To prepare for my current column at Get Rich Slowly, “25 ways to give (without breaking the bank),” I counted my found money collection. From last December through yesterday, I’ve picked up $13.24 in singles and coins.
Here’s the surprising part: $5.60 of that amount was in dimes. As many as 56 people didn’t bother picking up the 10-cent pieces they dropped. I routinely see dimes in those “need a penny, take a penny” cups at cash registers, too.
Maybe some shoppers added the dimes by mistake, and maybe those who dropped coins didn’t always realize it.
Maybe they just didn’t consider it a big deal — or maybe they were too embarrassed to pick the money back up.
Some people are ashamed to be seen picking up coins. I’ve heard from them; in fact, some have told me I ought to be ashamed, too. Apparently such behavior is unseemly. Too nickel-and-dime, so to speak.
When used as an adjective, two of the definitions of nickel-and-dime are “low-paid” and “small-scale or of little importance.” How much does it pay you, really, to bend down and pick it up?
One-tenth of a dollar for a few seconds’ work, in my book. Is it small-scale? Yes. Of little importance? Depends on where you are in life.
According to Feeding America (formerly America’s Second Harvest), $1 will buy the ingredients for eight meals. Thus a dime is almost somebody’s dinner.
When used as a verb, nickel-and-dime means “to impoverish through small expenses.” Sound familiar?
We sweat the big-ticket items – illness, auto repair, mortgage – but the small expenses are the ones that drain our wallets on a daily basis. Bus fare, school field trips, a gallon of milk, cough medicine, annual auto tags and other individual expenses add up distressingly fast.
It’s frustrating when you feel that you haven’t been a spendthrift yet it seems hard to get ahead. That’s because you’re being nickel-and-dimed. More specifically, you’re nickel-and-diming yourself.
But it’s just coffee and a bagel with a co-worker! Just some popcorn and soda at the Cineplex, just the latest issue of The Atlantic….just a minute, why is my debit card being declined?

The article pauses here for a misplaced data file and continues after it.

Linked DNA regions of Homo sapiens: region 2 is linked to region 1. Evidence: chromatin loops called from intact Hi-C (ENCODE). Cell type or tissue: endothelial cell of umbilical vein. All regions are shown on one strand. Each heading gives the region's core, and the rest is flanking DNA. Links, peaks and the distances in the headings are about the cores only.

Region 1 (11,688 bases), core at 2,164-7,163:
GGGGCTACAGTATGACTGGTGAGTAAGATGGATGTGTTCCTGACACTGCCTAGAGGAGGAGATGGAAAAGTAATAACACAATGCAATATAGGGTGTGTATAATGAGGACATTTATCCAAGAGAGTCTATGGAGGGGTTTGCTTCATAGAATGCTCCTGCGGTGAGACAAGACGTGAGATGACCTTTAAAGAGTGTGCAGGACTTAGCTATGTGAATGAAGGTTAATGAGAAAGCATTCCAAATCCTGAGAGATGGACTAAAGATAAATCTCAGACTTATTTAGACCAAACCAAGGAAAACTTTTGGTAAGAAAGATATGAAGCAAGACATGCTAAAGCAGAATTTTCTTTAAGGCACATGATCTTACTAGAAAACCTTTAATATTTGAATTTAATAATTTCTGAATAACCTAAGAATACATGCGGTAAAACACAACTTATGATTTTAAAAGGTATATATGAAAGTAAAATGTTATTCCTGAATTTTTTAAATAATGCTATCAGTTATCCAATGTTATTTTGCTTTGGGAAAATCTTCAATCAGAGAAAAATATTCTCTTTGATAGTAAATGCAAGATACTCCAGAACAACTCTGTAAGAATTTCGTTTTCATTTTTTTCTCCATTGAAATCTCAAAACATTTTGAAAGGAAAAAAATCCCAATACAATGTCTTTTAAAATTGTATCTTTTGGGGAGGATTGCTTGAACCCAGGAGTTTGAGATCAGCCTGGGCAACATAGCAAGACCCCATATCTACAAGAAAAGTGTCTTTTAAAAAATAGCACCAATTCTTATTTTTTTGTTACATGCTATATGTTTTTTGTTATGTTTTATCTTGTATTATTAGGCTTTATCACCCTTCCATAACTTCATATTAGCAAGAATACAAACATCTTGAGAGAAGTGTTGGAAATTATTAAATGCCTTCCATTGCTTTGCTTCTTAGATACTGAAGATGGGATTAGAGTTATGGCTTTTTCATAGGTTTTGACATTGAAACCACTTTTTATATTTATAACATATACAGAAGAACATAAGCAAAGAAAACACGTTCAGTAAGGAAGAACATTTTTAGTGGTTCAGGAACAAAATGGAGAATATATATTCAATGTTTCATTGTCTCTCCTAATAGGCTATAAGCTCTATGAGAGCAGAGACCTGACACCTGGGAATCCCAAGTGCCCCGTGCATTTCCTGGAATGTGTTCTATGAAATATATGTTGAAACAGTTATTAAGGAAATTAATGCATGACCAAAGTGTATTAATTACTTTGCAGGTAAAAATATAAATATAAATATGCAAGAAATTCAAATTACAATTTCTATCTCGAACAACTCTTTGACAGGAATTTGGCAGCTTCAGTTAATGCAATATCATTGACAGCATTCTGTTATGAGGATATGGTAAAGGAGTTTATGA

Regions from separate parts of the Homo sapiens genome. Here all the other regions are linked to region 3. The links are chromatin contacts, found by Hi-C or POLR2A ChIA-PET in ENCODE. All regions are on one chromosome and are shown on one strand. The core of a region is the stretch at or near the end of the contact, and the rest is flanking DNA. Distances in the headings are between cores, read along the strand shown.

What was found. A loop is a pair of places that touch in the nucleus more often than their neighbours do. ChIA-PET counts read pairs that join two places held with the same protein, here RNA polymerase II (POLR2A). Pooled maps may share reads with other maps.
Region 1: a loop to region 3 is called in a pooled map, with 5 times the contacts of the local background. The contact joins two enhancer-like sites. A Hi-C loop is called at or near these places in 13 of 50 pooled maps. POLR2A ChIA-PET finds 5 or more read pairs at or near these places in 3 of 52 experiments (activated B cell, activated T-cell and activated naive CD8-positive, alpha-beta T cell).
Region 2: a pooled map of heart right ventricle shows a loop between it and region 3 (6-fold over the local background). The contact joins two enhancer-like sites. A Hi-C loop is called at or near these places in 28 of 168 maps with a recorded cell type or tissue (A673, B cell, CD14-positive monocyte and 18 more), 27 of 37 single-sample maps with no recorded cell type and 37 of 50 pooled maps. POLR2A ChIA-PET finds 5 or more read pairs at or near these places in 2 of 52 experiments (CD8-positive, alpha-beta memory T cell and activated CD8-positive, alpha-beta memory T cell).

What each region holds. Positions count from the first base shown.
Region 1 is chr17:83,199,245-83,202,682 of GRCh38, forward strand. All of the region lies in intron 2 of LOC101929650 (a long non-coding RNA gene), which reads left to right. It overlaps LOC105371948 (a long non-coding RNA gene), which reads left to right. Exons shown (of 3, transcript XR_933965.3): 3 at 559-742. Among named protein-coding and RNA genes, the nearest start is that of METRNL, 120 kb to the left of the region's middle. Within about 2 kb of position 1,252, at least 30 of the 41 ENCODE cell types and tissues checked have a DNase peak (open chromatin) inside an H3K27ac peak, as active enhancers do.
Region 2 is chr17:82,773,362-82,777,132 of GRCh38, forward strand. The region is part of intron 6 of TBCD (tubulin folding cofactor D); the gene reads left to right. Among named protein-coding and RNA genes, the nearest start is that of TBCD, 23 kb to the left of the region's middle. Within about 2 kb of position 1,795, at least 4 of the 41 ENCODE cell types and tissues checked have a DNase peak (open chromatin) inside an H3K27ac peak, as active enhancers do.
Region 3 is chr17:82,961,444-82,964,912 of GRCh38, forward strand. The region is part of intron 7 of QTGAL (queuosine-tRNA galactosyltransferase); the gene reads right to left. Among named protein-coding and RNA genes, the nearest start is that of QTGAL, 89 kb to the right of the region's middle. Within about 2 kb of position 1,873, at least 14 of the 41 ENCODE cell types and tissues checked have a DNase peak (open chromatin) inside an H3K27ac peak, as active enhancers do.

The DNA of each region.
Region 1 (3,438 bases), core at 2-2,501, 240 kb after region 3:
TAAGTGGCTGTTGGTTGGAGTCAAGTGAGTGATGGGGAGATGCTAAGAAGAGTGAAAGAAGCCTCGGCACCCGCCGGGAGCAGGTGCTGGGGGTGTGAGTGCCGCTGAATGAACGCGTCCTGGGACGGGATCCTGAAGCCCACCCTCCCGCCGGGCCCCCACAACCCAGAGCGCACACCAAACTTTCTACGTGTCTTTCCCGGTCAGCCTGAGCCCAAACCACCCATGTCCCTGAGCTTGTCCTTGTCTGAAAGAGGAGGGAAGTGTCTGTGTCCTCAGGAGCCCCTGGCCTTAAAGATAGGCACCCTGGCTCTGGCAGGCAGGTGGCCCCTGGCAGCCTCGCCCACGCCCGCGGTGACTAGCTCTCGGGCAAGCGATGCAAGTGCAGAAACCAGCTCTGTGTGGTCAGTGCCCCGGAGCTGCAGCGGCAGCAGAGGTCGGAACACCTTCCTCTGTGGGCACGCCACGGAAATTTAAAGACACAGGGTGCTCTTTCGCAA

Maybe dropped dimes, or all dropped coins, are a symptom of how detached we’ve become from our money. Coins somehow aren’t as valuable as folding green, dollar bills get handed to our kids for treats at the mini-mart, and larger bills seem to bleed from our budgets.
Sure, it’s “only” a dime. But dimes add up to dollars, and dollars dissolve into dimes.
That’s not to say you can’t have a magazine, or order a strategic pizza from time to time. But if you do these things automatically vs. mindfully, your money just evaporates into purchases you can’t really remember.
Try this: For the next week chronicle every dime. Seriously: Write down everything you spend on every purchase, from apples to Zantac. An online money-management tool like Mint.com or PowerWallet will help you keep track of the debit and credit purchases, but carry a piece of paper in your wallet to scribble down where the actual cash went, too.
The final tally – and the most top-heavy categories – might surprise you. They might also help you look at spending in a different way.
Dude, where’s my money?
That doesn’t mean giving up everything that makes life good. It does mean questioning money habits that have become so rote you no longer notice them.
Every dollar does matter, and so does every dime. Again, that’s not to say you’re not allowed to spend your own money. Just be aware of how you’re spending it, and question whether your habits are supporting your values and/or your eventual goals.
Think I’m being nitpicky? Read John Scalzi’s simple yet powerful essay, “Being poor.” One way you know you’re poor is if you pick “the 10-cent ramen instead of the 12-cent ramen because that’s two extra packages for every dollar.”
Obviously this was written a while back (2005). The best ramen deal I’ve seen lately outside a warehouse club was 12.5 cents a package. But if all you had were a few pennies, you’d be praying for the chance to find a dime.